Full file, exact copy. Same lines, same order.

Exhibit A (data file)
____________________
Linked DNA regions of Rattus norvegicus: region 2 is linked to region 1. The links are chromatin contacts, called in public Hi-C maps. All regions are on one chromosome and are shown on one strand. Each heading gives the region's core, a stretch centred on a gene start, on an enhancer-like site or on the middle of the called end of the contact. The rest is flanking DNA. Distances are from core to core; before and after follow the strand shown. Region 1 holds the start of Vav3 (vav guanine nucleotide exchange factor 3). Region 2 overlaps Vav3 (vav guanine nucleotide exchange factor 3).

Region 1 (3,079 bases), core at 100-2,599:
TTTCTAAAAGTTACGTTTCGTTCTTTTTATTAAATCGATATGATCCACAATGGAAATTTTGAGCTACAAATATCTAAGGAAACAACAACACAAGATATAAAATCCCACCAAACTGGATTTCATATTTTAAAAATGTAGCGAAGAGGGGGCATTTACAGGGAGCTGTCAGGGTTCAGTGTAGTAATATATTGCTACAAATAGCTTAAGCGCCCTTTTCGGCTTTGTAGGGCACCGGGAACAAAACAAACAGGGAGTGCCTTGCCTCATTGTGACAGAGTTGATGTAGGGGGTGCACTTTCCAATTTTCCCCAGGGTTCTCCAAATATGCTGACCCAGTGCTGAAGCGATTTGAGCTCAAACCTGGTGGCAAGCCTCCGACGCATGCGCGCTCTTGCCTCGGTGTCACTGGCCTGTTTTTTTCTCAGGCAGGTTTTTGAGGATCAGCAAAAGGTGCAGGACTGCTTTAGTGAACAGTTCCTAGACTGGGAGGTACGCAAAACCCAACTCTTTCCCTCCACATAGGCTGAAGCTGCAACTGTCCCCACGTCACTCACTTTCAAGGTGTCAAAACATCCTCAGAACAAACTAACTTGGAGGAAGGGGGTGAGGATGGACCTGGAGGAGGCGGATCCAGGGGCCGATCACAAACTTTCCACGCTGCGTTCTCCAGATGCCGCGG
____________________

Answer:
Linked DNA regions of Rattus norvegicus: region 2 is linked to region 1. The links are chromatin contacts, called in public Hi-C maps. All regions are on one chromosome and are shown on one strand. Each heading gives the region's core, a stretch centred on a gene start, on an enhancer-like site or on the middle of the called end of the contact. The rest is flanking DNA. Distances are from core to core; before and after follow the strand shown. Region 1 holds the start of Vav3 (vav guanine nucleotide exchange factor 3). Region 2 overlaps Vav3 (vav guanine nucleotide exchange factor 3).

Region 1 (3,079 bases), core at 100-2,599:
TTTCTAAAAGTTACGTTTCGTTCTTTTTATTAAATCGATATGATCCACAATGGAAATTTTGAGCTACAAATATCTAAGGAAACAACAACACAAGATATAAAATCCCACCAAACTGGATTTCATATTTTAAAAATGTAGCGAAGAGGGGGCATTTACAGGGAGCTGTCAGGGTTCAGTGTAGTAATATATTGCTACAAATAGCTTAAGCGCCCTTTTCGGCTTTGTAGGGCACCGGGAACAAAACAAACAGGGAGTGCCTTGCCTCATTGTGACAGAGTTGATGTAGGGGGTGCACTTTCCAATTTTCCCCAGGGTTCTCCAAATATGCTGACCCAGTGCTGAAGCGATTTGAGCTCAAACCTGGTGGCAAGCCTCCGACGCATGCGCGCTCTTGCCTCGGTGTCACTGGCCTGTTTTTTTCTCAGGCAGGTTTTTGAGGATCAGCAAAAGGTGCAGGACTGCTTTAGTGAACAGTTCCTAGACTGGGAGGTACGCAAAACCCAACTCTTTCCCTCCACATAGGCTGAAGCTGCAACTGTCCCCACGTCACTCACTTTCAAGGTGTCAAAACATCCTCAGAACAAACTAACTTGGAGGAAGGGGGTGAGGATGGACCTGGAGGAGGCGGATCCAGGGGCCGATCACAAACTTTCCACGCTGCGTTCTCCAGATGCCGCGG